Eleanor, 34, Northamptonshire
I had three miscarriages in 2018, all under 12 weeks. I became very anxious to the point that it was impacting every area of my life. It affected my sleep and I had very negative thoughts. I spent a lot of time crying and kept having flashbacks to the third, most traumatic miscarriage, particularly when I was trying to sleep or relax. I had such severe bleeding that I was rushed to hospital in an ambulance. My family struggled to understand the impact it had on me. Only one friend, who had also had a miscarriage, seemed to get it. The professionals who dealt with me when I was admitted were clearly ill-equipped to cope with any mental health implications, which was not their fault. It was only when I self-referred for cognitive behavioural therapy (CBT) months later that I was able to get the support I needed.
Nicole, 33, London
I found out I had an ectopic pregnancy four months before my wedding day. They had to operate to terminate the pregnancy and I lost a fallopian tube. I think it is difficult for people to understand what it means to lose a pregnancy early on. Terms such as a “bundle of cells” and “not a viable pregnancy” are often used to downplay what it means to lose a pregnancy. My heart breaks every time I think of it and what it meant to be pregnant. While it was a “bundle of cells” to doctors and “not a viable pregnancy”, it was a dream to me to be pregnant. It will always break my heart in a way only other women in my situation will understand.
I have suffered from PTSD symptoms since having six first-trimester miscarriages. This has included vivid flashbacks, nightmares, insomnia, panic attacks and depression. Triggers include menstrual bleeding and the smell or sight of blood. I did not receive any mental health support at the time. I have had to seek out private CBT and EMDR (eye movement desensitisation and reprocessing) therapy to deal with the symptoms. Friends and family haven’t really known what to say and had little understanding of the trauma I was suffering. It has affected every aspect of my life. Thankfully, I have two healthy children, but the pregnancy, immediately following the miscarriages, was very stressful.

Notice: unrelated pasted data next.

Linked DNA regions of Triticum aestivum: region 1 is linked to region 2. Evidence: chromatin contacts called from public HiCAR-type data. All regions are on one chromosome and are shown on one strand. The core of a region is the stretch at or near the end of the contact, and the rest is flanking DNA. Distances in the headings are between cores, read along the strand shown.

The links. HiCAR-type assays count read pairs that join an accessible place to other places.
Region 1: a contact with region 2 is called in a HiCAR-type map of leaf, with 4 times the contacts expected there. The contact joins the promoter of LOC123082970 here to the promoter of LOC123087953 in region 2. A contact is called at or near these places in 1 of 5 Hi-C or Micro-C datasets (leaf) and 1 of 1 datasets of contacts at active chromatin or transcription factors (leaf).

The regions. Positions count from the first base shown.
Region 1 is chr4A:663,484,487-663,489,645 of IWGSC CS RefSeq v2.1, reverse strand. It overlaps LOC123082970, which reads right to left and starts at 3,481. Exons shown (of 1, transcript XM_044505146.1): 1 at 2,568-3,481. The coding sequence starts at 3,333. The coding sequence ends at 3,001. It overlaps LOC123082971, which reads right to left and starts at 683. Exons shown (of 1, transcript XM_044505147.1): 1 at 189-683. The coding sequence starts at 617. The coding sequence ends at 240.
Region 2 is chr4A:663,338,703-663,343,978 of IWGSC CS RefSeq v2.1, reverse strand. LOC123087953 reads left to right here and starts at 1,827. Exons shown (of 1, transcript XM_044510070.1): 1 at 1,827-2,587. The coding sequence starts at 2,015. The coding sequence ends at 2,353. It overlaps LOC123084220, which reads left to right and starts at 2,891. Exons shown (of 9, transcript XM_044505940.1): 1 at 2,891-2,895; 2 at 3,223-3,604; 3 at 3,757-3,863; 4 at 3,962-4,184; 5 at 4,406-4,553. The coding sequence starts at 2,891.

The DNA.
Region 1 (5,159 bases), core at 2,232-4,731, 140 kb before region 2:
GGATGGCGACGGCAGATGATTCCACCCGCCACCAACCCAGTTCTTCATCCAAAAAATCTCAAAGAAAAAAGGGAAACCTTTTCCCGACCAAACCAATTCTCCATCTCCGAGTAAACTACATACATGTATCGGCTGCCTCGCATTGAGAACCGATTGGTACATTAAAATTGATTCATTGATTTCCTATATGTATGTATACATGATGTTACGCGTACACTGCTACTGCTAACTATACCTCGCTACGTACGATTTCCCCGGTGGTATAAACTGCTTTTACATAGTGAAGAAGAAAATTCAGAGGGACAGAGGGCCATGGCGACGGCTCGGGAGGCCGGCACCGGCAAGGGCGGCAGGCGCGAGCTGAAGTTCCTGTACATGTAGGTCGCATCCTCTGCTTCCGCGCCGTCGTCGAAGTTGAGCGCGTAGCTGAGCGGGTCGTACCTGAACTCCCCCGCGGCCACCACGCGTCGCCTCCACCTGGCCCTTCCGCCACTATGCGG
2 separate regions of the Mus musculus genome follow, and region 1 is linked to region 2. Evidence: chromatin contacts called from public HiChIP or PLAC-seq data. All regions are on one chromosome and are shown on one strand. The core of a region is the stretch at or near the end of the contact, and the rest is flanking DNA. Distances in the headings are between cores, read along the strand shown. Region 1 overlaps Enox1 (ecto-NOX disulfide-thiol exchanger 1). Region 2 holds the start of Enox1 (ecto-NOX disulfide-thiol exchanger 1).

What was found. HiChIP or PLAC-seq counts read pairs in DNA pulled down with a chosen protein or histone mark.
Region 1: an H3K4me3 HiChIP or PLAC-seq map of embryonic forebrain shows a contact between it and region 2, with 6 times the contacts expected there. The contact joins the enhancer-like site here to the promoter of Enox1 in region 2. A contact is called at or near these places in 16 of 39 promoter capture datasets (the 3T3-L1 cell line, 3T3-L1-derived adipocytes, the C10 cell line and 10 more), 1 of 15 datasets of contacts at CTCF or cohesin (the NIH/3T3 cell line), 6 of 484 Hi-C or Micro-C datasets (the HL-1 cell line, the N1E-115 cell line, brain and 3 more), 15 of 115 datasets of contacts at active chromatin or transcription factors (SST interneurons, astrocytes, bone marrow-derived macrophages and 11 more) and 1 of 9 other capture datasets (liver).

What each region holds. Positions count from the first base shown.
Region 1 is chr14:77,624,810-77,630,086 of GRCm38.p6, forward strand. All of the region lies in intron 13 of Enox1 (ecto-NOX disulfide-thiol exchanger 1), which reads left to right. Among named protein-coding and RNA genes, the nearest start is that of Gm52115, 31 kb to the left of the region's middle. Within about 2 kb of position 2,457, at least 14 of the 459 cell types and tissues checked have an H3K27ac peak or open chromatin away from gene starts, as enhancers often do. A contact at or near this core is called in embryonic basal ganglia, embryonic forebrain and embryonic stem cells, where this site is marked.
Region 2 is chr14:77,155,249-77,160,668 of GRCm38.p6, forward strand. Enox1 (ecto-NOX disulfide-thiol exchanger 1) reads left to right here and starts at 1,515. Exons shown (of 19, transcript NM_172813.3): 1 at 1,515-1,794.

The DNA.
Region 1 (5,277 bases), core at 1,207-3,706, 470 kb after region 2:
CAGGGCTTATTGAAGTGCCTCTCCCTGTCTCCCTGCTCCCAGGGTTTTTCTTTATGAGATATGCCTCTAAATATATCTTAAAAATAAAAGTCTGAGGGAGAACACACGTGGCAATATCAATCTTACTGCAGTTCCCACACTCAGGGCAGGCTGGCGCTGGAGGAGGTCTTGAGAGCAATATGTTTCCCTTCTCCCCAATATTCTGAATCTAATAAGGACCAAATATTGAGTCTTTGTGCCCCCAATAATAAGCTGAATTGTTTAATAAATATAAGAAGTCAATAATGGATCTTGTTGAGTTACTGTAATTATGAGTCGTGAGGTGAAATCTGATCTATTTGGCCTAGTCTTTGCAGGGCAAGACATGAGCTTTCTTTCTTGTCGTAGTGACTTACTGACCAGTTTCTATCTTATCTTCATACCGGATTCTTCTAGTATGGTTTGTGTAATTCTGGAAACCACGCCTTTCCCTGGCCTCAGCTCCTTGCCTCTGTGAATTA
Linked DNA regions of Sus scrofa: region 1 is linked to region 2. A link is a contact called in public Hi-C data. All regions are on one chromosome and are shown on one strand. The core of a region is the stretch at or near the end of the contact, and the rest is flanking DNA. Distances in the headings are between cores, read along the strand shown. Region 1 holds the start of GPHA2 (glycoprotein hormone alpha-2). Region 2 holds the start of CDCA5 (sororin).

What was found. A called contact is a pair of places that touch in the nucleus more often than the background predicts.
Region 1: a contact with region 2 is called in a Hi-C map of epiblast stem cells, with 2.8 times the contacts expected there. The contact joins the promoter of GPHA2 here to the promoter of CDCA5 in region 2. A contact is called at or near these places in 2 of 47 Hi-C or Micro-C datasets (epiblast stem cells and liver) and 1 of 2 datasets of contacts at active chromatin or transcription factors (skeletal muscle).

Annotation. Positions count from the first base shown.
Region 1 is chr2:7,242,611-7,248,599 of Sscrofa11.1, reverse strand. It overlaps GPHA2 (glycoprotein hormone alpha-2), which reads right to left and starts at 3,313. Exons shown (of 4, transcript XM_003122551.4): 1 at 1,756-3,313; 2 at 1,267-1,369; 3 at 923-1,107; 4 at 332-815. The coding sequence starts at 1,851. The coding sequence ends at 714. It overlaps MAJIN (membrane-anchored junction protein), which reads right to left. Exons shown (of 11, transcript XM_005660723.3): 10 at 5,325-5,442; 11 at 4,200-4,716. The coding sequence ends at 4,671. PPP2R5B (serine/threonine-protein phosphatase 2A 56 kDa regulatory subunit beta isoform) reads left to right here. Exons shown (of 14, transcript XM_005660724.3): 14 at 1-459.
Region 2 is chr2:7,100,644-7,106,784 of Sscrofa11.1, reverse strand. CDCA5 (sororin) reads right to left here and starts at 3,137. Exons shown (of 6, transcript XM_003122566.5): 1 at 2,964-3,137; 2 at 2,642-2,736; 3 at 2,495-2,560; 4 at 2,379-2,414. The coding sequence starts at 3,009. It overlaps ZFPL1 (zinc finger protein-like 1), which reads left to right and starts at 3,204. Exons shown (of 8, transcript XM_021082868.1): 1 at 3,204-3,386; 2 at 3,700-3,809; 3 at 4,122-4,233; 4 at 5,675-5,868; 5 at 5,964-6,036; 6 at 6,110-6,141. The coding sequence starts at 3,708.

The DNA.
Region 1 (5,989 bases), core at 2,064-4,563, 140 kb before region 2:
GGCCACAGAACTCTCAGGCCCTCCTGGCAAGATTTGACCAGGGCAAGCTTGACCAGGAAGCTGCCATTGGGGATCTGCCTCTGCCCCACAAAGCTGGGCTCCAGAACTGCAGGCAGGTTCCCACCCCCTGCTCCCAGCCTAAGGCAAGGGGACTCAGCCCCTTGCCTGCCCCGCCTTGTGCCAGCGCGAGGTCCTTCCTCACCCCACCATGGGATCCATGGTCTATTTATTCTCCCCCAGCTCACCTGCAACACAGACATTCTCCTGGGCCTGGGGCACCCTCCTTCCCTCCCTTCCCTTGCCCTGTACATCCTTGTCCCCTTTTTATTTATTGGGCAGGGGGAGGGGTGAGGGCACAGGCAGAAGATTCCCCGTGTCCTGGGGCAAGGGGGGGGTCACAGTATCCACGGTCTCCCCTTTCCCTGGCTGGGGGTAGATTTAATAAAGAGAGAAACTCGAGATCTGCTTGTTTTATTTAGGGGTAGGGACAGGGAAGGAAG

Bibi, 40, Austria
After miscarrying at 14 weeks I had to wait a week for the foetus to be expelled naturally. I remember taking at least five long showers a day, sometimes even more, because I felt so disgusting. Afterwards, I began having nightmares and kept asking myself if I was being punished somehow, because I had avoided being pregnant for so long. Everyone kept telling me that it was OK and I would get pregnant again, like: “Who cares if you lost your child? There will be others.” It didn’t matter if my kid was technically not a human being but just a lump of cells – it was my kid, and it was gone.
Since then I no longer want to even think about getting pregnant again. Luckily, my husband (not the father of my miscarried child, we divorced a year after this event) is also child-free, but I grieve the loss of my kid every single day.